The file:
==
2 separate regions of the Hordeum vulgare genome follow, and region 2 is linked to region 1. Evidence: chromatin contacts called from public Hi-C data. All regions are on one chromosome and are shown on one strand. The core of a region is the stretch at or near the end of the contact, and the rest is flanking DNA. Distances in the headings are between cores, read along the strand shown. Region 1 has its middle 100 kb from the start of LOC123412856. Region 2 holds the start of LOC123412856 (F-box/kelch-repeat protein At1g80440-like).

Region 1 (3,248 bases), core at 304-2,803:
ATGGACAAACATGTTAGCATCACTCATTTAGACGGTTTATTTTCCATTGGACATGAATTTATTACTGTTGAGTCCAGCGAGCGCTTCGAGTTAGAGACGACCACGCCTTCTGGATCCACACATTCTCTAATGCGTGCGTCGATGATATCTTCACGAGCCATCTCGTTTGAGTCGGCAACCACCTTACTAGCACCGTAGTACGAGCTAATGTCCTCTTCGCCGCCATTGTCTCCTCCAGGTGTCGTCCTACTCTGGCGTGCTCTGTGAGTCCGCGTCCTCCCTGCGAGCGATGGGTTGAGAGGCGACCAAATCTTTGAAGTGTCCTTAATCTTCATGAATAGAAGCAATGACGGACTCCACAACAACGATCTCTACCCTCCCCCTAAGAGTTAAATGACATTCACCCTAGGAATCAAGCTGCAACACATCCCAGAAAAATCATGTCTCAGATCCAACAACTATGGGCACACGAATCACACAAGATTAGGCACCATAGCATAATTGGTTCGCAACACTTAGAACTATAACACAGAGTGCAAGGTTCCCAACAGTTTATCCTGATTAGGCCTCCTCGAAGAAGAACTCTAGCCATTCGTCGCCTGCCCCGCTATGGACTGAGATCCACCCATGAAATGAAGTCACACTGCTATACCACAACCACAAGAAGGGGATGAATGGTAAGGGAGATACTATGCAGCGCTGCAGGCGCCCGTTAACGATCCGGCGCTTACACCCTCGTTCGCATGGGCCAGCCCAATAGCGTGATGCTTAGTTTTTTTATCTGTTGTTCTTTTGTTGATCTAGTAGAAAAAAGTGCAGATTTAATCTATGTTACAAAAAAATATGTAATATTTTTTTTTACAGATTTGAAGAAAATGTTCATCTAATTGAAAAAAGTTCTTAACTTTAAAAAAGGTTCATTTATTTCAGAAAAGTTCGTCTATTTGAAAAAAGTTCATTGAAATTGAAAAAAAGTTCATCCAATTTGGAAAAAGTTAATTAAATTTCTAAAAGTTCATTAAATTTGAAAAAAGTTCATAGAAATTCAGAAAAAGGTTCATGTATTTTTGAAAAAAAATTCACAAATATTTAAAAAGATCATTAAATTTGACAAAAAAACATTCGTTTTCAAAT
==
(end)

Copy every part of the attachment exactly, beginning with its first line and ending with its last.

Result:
2 separate regions of the Hordeum vulgare genome follow, and region 2 is linked to region 1. Evidence: chromatin contacts called from public Hi-C data. All regions are on one chromosome and are shown on one strand. The core of a region is the stretch at or near the end of the contact, and the rest is flanking DNA. Distances in the headings are between cores, read along the strand shown. Region 1 has its middle 100 kb from the start of LOC123412856. Region 2 holds the start of LOC123412856 (F-box/kelch-repeat protein At1g80440-like).

Region 1 (3,248 bases), core at 304-2,803:
ATGGACAAACATGTTAGCATCACTCATTTAGACGGTTTATTTTCCATTGGACATGAATTTATTACTGTTGAGTCCAGCGAGCGCTTCGAGTTAGAGACGACCACGCCTTCTGGATCCACACATTCTCTAATGCGTGCGTCGATGATATCTTCACGAGCCATCTCGTTTGAGTCGGCAACCACCTTACTAGCACCGTAGTACGAGCTAATGTCCTCTTCGCCGCCATTGTCTCCTCCAGGTGTCGTCCTACTCTGGCGTGCTCTGTGAGTCCGCGTCCTCCCTGCGAGCGATGGGTTGAGAGGCGACCAAATCTTTGAAGTGTCCTTAATCTTCATGAATAGAAGCAATGACGGACTCCACAACAACGATCTCTACCCTCCCCCTAAGAGTTAAATGACATTCACCCTAGGAATCAAGCTGCAACACATCCCAGAAAAATCATGTCTCAGATCCAACAACTATGGGCACACGAATCACACAAGATTAGGCACCATAGCATAATTGGTTCGCAACACTTAGAACTATAACACAGAGTGCAAGGTTCCCAACAGTTTATCCTGATTAGGCCTCCTCGAAGAAGAACTCTAGCCATTCGTCGCCTGCCCCGCTATGGACTGAGATCCACCCATGAAATGAAGTCACACTGCTATACCACAACCACAAGAAGGGGATGAATGGTAAGGGAGATACTATGCAGCGCTGCAGGCGCCCGTTAACGATCCGGCGCTTACACCCTCGTTCGCATGGGCCAGCCCAATAGCGTGATGCTTAGTTTTTTTATCTGTTGTTCTTTTGTTGATCTAGTAGAAAAAAGTGCAGATTTAATCTATGTTACAAAAAAATATGTAATATTTTTTTTTACAGATTTGAAGAAAATGTTCATCTAATTGAAAAAAGTTCTTAACTTTAAAAAAGGTTCATTTATTTCAGAAAAGTTCGTCTATTTGAAAAAAGTTCATTGAAATTGAAAAAAAGTTCATCCAATTTGGAAAAAGTTAATTAAATTTCTAAAAGTTCATTAAATTTGAAAAAAGTTCATAGAAATTCAGAAAAAGGTTCATGTATTTTTGAAAAAAAATTCACAAATATTTAAAAAGATCATTAAATTTGACAAAAAAACATTCGTTTTCAAAT